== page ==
Cyber Security Talent – A Critical National Priority
January 2021 by SecurityHQ
The cyber security industry is currently facing a monumental shortfall in security professionals. There is a lack of capable, fresh, new talent within the industry. Talent that is vital to uphold national cyber defence capabilities.
In the latest (ISC)2 report from the International Information System Security Certification Consortium, it is stated that the cyber security sector suffered a shortage of 4.07 million during 2019. Now at 3.12 million, the industry comprises of 700,000 security professionals. The ISC has put this skill shortage down to an ‘uncertain demand due to the economic impact of Covid-19’. Not only are existing cyber security professionals stretched, but the industry needs to grow by ‘89% worldwide and 41% in the US to fill the talent gap’ says the ISC. The report goes on to highlight that, amidst a need of professionals, current security teams are also at risk, as cuts are made in a bid to shave down IT departments amidst the ambiguity of remote working. Leaving companies more vulnerable than they may realise.
‘65% of organizations report a shortage of cybersecurity staff; a lack of skilled/experienced cybersecurity personnel is the top job concern among respondents (36%)’ - ISC
A Critical National Priority
Right now, cyber security, and the teams supporting it, can mean the difference between the collapse of a hospital, a power station crisis, or the distribution of fake or distorted global news. Each of these attacks can cause untold damage. Sometimes even death, as a consequence of corrupt systems preventing employees, including medical staff, doing their jobs. Security is a critical National Priority. Especially in the midst of COVID-19, where vital research regarding treatment and vaccines needs to be protected.
But, while there may be a shortage right now, digital infrastructure is also a high priority, which means that in the long run, job security in cyber looks highly promising. According to The U.S. Bureau of Labor Statistics, ‘cybersecurity jobs are among the fastest-growing career areas nationally.’ Infact, they argue that jobs in cyber security ‘will grow 31% through 2029, over seven times faster than the national average job growth of 4%.’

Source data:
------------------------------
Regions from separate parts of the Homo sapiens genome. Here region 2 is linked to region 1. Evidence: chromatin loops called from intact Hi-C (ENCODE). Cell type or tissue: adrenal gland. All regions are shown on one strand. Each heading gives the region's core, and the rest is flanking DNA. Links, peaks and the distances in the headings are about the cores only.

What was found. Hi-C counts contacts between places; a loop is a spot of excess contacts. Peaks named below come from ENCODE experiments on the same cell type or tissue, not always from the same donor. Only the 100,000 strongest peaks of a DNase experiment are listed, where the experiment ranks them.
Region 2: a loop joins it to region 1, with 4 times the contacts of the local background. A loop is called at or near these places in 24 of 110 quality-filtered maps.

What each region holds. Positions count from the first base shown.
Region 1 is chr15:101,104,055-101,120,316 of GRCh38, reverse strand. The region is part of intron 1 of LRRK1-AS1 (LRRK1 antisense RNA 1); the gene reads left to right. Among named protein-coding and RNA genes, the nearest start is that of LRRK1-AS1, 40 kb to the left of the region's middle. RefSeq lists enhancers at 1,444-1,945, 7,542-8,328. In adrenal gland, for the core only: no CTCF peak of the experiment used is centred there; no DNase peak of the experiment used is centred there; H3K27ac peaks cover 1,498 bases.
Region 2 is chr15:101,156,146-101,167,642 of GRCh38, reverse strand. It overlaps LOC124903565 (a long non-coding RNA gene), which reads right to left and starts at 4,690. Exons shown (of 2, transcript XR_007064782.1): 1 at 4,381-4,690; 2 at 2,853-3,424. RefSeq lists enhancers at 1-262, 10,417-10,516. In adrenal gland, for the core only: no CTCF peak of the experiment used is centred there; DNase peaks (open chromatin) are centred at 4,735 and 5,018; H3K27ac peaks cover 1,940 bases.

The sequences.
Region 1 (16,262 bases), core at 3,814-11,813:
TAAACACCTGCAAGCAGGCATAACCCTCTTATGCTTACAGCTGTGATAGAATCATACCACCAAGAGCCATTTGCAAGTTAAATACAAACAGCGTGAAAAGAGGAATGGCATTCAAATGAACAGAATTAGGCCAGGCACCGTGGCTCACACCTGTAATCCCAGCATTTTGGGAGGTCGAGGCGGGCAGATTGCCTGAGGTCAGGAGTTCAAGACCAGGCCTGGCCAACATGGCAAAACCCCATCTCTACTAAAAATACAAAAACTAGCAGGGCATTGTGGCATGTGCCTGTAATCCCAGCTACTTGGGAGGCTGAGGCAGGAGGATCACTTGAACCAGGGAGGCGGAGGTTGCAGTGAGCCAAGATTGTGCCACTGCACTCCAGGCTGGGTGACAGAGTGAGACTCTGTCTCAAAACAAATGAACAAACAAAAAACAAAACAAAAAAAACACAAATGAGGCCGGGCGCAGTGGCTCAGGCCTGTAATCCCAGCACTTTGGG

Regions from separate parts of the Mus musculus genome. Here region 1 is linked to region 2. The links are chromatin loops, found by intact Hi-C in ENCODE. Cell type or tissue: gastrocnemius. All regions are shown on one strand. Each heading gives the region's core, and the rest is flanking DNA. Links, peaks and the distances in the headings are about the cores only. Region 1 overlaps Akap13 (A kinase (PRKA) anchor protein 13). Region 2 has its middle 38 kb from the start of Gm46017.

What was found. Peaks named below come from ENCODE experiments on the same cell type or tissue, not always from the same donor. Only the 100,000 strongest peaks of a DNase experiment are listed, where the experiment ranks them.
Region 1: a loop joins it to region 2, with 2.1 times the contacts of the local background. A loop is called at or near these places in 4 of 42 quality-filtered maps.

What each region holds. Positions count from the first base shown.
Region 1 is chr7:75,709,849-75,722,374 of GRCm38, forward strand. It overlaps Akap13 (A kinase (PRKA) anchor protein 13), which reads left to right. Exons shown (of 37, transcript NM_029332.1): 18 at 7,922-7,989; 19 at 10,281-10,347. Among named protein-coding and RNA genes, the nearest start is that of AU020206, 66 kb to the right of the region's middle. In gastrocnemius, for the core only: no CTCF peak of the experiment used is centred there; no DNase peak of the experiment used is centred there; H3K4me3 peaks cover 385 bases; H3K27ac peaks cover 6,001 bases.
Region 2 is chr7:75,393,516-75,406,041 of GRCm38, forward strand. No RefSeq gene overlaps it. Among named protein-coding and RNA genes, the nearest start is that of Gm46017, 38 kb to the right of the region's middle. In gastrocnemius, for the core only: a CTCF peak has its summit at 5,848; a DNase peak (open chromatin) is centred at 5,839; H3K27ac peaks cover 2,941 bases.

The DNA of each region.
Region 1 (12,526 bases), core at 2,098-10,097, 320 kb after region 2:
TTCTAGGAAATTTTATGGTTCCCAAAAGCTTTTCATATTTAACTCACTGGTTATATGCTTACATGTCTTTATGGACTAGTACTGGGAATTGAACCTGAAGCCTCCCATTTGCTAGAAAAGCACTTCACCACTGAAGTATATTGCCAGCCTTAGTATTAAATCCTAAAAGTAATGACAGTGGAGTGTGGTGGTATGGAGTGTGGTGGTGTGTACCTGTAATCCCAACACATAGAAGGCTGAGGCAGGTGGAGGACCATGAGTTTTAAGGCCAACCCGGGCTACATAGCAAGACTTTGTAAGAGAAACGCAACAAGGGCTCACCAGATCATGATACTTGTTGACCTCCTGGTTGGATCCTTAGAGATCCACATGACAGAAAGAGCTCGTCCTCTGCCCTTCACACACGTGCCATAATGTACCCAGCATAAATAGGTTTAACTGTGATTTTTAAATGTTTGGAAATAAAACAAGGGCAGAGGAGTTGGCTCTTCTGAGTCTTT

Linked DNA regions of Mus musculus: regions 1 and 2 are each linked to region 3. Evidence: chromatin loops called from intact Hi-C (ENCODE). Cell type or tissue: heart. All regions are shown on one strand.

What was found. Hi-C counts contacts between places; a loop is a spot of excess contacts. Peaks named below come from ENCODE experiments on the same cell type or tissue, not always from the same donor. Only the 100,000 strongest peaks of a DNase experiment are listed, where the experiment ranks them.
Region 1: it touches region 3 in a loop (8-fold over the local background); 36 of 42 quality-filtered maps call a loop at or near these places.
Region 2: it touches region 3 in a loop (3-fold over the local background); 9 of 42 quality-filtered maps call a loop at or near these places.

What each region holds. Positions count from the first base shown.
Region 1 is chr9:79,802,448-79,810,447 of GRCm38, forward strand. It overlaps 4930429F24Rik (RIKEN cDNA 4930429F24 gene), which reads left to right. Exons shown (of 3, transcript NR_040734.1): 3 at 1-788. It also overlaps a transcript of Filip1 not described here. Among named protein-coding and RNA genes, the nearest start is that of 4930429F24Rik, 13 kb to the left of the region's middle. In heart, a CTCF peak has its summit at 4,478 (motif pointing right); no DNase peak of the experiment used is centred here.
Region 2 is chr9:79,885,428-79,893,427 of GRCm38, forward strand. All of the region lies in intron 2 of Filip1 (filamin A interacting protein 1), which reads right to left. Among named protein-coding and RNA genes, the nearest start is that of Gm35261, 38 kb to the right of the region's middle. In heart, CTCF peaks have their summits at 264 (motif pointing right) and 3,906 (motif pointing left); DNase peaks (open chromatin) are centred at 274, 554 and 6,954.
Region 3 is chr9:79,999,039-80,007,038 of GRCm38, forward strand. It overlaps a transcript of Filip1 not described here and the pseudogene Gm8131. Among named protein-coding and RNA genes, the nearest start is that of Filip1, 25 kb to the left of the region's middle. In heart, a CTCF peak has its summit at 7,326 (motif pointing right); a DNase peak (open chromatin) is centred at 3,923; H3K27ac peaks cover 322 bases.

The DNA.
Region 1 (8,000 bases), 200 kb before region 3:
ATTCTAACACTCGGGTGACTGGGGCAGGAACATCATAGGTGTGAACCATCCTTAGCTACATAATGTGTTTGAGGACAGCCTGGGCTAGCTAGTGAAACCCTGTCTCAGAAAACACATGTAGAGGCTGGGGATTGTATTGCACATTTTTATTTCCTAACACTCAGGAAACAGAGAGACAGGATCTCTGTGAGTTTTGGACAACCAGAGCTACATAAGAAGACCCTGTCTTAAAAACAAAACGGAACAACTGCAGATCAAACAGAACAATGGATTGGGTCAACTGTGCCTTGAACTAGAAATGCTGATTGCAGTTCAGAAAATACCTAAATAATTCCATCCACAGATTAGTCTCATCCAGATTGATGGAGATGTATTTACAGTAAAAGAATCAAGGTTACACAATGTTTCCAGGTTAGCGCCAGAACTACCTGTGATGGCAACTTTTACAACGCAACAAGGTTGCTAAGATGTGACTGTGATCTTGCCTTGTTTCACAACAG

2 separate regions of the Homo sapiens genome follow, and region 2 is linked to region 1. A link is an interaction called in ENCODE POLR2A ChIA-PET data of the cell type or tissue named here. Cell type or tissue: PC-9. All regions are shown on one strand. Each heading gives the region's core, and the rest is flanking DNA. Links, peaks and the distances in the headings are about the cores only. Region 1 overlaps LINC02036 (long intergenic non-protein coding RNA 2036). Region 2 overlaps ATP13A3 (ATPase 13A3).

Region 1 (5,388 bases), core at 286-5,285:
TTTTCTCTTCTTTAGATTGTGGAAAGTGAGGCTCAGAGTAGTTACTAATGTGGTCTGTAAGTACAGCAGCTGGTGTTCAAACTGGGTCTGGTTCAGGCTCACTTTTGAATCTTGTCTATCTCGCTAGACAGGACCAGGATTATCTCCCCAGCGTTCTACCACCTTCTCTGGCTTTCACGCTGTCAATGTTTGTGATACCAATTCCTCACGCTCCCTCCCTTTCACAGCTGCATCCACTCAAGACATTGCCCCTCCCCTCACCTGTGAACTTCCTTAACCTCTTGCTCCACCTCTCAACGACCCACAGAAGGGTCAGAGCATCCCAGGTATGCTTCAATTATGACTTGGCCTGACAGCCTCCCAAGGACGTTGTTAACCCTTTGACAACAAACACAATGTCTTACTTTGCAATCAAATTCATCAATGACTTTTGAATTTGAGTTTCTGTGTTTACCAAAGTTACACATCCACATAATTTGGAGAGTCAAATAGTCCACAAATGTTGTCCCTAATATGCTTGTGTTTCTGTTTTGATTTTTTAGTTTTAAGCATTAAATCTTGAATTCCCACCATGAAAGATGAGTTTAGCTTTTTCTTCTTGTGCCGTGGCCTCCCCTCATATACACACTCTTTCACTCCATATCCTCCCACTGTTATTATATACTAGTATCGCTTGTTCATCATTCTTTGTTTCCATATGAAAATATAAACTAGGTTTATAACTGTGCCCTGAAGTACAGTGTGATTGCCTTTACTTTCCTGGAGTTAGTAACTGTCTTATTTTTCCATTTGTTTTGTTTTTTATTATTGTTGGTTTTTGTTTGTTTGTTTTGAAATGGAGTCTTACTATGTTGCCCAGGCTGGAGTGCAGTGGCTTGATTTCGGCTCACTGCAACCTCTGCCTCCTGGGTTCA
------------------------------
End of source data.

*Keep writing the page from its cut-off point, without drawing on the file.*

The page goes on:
With that in mind, for students contemplating options for further education amidst the disruption caused by COVID-19, the wide pool of opportunities available through a cyber security degree is an enticing prospect.
The skills learnt within cyber security include, and are by no means limited to, data analysis, data programming and scripting, networking, system administration, the analysis and exploration of cyber threats and cyber defence, computer science and software development, cryptocurrency, legal/ethics and compliance, and much more. By studying cyber security, and acquiring the necessary industry skills, a variety of other occupations are also made available. Occupations including digital forensic investigator, software developer, systems engineers and so on, also become a possibility. In addition, many cyber security university courses offer a foundation level for students that have not had much previous exposure. Meaning that those with a less technical background still have the opportunity to embark on a career in cyber.